“You’re sort of a writer,” a friend of mine said to me in November, 2019.
She meant it kindly, but that stung a little. I’d always wanted to be a writer. But up to that point, I had made writing a thing I did some days. When I had time. When I felt like it.
That’s not what writers do. They practice writing. They create every day, even when they don’t have time. Because they know it’s a lie to say you don’t have time. After all, we all have exactly the same amount of time, to the extent that even Bernie Sanders would like how it’s allocated. And they know that if you wait to practice until you want to, you’re going to be waiting a long time.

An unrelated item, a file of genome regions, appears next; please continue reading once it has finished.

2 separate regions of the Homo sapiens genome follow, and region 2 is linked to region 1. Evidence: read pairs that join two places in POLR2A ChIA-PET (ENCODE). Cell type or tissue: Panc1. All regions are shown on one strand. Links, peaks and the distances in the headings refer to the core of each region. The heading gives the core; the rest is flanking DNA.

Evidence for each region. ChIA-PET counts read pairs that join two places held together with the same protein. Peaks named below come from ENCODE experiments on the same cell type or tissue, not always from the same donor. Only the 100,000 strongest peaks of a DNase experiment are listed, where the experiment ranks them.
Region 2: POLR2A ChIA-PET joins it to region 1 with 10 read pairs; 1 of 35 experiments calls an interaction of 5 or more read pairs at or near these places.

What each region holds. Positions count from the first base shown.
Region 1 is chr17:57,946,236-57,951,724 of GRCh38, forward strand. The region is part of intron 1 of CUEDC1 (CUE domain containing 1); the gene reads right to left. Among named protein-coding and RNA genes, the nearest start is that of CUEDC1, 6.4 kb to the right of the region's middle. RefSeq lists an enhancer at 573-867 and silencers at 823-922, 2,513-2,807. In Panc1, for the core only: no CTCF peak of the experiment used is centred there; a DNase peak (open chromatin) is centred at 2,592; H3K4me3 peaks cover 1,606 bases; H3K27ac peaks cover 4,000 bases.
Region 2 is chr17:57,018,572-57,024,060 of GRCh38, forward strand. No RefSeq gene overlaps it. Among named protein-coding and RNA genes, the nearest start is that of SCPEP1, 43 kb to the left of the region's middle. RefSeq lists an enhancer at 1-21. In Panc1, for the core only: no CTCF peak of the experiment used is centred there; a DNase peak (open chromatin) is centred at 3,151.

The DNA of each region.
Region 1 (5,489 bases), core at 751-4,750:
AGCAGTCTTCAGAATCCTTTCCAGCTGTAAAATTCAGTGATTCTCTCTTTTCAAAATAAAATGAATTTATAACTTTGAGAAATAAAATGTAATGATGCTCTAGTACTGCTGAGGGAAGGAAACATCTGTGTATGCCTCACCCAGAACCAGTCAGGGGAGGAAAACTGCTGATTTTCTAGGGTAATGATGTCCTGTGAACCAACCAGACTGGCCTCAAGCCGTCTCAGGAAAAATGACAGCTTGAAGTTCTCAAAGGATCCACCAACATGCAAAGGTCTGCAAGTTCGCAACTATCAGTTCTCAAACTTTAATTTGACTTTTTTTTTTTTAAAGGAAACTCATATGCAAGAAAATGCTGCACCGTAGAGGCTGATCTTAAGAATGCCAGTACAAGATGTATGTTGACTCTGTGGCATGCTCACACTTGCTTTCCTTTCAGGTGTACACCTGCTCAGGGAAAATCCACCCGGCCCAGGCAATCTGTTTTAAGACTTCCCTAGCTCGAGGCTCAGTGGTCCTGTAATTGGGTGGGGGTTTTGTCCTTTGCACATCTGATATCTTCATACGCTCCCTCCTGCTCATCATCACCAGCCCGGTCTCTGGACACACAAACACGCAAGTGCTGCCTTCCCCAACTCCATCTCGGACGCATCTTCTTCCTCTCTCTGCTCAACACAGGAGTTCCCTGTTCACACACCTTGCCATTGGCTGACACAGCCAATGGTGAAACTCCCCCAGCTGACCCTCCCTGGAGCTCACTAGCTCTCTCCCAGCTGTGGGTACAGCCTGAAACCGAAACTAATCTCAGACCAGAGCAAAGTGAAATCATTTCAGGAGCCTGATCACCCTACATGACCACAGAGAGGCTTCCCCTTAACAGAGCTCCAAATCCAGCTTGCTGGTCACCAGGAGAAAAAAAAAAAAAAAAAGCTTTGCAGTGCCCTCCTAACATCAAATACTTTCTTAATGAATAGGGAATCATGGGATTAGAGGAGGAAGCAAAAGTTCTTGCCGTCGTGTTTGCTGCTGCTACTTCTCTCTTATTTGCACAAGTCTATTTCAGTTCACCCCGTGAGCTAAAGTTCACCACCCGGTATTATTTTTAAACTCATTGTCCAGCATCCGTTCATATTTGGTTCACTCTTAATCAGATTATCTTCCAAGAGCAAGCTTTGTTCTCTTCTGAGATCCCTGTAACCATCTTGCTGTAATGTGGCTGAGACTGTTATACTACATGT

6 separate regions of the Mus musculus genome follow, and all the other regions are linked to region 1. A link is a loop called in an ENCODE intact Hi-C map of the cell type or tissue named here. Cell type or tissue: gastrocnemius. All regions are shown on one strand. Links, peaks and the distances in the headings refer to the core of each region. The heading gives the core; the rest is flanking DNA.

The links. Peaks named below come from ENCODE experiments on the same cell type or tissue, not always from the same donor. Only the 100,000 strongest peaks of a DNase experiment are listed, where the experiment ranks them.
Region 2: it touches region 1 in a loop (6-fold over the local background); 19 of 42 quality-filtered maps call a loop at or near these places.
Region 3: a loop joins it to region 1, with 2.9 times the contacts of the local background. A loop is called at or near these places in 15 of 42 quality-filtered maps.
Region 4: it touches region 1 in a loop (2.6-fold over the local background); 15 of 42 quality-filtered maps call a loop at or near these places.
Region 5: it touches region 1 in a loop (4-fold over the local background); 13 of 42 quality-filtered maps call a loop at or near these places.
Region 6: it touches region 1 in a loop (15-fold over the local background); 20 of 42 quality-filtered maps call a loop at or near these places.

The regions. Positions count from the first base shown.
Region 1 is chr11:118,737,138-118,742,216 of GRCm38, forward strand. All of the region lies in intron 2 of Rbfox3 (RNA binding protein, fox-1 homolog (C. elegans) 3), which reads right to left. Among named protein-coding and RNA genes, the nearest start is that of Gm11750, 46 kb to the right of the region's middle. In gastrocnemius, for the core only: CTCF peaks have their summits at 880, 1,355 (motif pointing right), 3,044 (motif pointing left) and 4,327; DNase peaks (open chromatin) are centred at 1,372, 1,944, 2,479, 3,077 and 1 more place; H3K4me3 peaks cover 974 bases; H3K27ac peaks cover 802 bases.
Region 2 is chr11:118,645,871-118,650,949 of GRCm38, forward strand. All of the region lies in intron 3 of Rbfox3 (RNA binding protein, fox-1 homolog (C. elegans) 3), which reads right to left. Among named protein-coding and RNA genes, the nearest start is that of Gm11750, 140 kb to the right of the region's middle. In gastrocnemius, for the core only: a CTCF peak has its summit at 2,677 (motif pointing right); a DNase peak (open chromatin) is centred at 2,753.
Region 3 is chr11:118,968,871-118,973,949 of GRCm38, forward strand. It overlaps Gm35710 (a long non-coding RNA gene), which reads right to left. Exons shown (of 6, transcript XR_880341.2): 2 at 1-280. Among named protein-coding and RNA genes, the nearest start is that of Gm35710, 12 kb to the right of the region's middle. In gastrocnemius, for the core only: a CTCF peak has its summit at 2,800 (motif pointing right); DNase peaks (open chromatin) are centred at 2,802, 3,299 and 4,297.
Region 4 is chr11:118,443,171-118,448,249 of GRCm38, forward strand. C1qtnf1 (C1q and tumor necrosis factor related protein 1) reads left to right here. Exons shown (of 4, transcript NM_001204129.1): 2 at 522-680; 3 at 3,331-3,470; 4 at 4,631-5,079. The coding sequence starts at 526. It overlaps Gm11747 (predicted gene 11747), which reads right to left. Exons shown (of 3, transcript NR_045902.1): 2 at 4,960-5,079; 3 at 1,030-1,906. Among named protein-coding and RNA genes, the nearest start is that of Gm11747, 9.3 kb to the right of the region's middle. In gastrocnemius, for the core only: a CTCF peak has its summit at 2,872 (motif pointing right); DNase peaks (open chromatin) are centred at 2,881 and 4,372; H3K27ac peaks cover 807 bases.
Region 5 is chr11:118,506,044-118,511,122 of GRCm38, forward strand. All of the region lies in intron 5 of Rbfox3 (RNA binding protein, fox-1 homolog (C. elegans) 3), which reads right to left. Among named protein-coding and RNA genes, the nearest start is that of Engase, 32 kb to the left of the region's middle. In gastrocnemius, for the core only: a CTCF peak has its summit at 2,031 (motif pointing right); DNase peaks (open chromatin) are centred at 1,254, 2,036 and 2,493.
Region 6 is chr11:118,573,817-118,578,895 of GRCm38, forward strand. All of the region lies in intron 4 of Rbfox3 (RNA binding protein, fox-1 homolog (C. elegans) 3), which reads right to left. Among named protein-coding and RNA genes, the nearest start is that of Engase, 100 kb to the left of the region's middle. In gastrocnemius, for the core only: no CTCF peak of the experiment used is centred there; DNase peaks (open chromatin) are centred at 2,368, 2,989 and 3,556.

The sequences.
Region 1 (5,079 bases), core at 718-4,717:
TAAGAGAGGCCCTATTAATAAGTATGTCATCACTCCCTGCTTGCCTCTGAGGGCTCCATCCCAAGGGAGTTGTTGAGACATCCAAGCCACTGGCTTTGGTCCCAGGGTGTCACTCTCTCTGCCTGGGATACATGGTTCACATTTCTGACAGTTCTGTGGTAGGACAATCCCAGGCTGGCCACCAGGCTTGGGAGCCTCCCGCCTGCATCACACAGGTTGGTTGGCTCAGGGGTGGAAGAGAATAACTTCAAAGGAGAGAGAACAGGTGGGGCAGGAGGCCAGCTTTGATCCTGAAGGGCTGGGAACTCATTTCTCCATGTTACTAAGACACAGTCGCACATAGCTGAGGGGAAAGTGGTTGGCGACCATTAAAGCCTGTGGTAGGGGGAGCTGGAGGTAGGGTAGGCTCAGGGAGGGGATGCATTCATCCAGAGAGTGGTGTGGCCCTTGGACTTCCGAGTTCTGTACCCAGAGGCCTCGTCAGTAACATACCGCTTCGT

My friend’s side comment on the way into a restaurant led to a resolution. I decided to start a streak, to write every single day except Sundays. From that day on, I did so for nine months. Holidays, Saturdays, ski days, quarantine days. Every day.
You probably know that streaks are super motivating. Once you have one going, you don’t want to quit, to ruin it.
The first step toward perfecting the science of practice is to start a streak. Pick a practice that will help you become more who you were created to be. Do it every day. Pretty soon, you’ll become the kind of person who does that practice naturally, maybe even without thinking too much.
PS That writing streak? It became so much of a habit that I don’t have to track it as carefully any more. I’m not someone who is keeping a writing streak. I’m a writer.